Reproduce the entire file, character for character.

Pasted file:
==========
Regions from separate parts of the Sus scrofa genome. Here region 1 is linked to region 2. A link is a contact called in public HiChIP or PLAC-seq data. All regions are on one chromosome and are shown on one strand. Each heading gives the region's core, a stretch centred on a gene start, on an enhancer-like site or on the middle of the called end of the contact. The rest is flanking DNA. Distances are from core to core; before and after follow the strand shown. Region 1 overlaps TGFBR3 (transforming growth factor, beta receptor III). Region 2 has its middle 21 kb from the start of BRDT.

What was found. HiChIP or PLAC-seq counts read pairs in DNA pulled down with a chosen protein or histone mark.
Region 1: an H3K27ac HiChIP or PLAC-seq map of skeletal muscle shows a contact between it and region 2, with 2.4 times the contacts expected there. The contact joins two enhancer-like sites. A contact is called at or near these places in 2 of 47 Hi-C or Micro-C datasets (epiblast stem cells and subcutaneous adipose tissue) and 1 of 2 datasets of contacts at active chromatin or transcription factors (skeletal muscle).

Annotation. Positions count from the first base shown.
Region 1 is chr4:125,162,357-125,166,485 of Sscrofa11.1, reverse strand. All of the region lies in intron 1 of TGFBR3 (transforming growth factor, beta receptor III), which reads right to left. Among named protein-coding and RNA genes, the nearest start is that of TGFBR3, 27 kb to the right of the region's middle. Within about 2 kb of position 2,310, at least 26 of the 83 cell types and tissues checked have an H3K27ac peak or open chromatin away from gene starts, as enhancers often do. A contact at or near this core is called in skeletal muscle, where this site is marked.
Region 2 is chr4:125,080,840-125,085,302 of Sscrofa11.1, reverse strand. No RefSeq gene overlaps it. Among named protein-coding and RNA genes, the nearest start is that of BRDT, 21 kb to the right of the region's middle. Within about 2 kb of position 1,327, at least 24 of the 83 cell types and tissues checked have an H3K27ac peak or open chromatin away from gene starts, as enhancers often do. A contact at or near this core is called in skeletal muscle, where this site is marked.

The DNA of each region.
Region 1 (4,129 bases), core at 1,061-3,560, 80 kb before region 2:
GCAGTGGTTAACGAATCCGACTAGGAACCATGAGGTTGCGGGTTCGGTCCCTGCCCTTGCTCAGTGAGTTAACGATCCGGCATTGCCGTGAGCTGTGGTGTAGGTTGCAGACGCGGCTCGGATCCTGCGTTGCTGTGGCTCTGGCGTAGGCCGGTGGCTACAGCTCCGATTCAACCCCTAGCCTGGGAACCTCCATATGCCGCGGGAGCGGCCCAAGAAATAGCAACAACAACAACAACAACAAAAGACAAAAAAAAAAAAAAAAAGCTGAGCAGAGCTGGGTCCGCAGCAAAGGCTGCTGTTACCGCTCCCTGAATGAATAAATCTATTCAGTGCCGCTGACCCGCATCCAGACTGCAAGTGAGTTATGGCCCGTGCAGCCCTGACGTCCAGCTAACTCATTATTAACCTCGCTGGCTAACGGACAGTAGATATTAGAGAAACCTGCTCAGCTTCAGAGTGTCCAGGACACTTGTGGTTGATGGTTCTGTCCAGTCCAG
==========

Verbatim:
Regions from separate parts of the Sus scrofa genome. Here region 1 is linked to region 2. A link is a contact called in public HiChIP or PLAC-seq data. All regions are on one chromosome and are shown on one strand. Each heading gives the region's core, a stretch centred on a gene start, on an enhancer-like site or on the middle of the called end of the contact. The rest is flanking DNA. Distances are from core to core; before and after follow the strand shown. Region 1 overlaps TGFBR3 (transforming growth factor, beta receptor III). Region 2 has its middle 21 kb from the start of BRDT.

What was found. HiChIP or PLAC-seq counts read pairs in DNA pulled down with a chosen protein or histone mark.
Region 1: an H3K27ac HiChIP or PLAC-seq map of skeletal muscle shows a contact between it and region 2, with 2.4 times the contacts expected there. The contact joins two enhancer-like sites. A contact is called at or near these places in 2 of 47 Hi-C or Micro-C datasets (epiblast stem cells and subcutaneous adipose tissue) and 1 of 2 datasets of contacts at active chromatin or transcription factors (skeletal muscle).

Annotation. Positions count from the first base shown.
Region 1 is chr4:125,162,357-125,166,485 of Sscrofa11.1, reverse strand. All of the region lies in intron 1 of TGFBR3 (transforming growth factor, beta receptor III), which reads right to left. Among named protein-coding and RNA genes, the nearest start is that of TGFBR3, 27 kb to the right of the region's middle. Within about 2 kb of position 2,310, at least 26 of the 83 cell types and tissues checked have an H3K27ac peak or open chromatin away from gene starts, as enhancers often do. A contact at or near this core is called in skeletal muscle, where this site is marked.
Region 2 is chr4:125,080,840-125,085,302 of Sscrofa11.1, reverse strand. No RefSeq gene overlaps it. Among named protein-coding and RNA genes, the nearest start is that of BRDT, 21 kb to the right of the region's middle. Within about 2 kb of position 1,327, at least 24 of the 83 cell types and tissues checked have an H3K27ac peak or open chromatin away from gene starts, as enhancers often do. A contact at or near this core is called in skeletal muscle, where this site is marked.

The DNA of each region.
Region 1 (4,129 bases), core at 1,061-3,560, 80 kb before region 2:
GCAGTGGTTAACGAATCCGACTAGGAACCATGAGGTTGCGGGTTCGGTCCCTGCCCTTGCTCAGTGAGTTAACGATCCGGCATTGCCGTGAGCTGTGGTGTAGGTTGCAGACGCGGCTCGGATCCTGCGTTGCTGTGGCTCTGGCGTAGGCCGGTGGCTACAGCTCCGATTCAACCCCTAGCCTGGGAACCTCCATATGCCGCGGGAGCGGCCCAAGAAATAGCAACAACAACAACAACAACAAAAGACAAAAAAAAAAAAAAAAAGCTGAGCAGAGCTGGGTCCGCAGCAAAGGCTGCTGTTACCGCTCCCTGAATGAATAAATCTATTCAGTGCCGCTGACCCGCATCCAGACTGCAAGTGAGTTATGGCCCGTGCAGCCCTGACGTCCAGCTAACTCATTATTAACCTCGCTGGCTAACGGACAGTAGATATTAGAGAAACCTGCTCAGCTTCAGAGTGTCCAGGACACTTGTGGTTGATGGTTCTGTCCAGTCCAG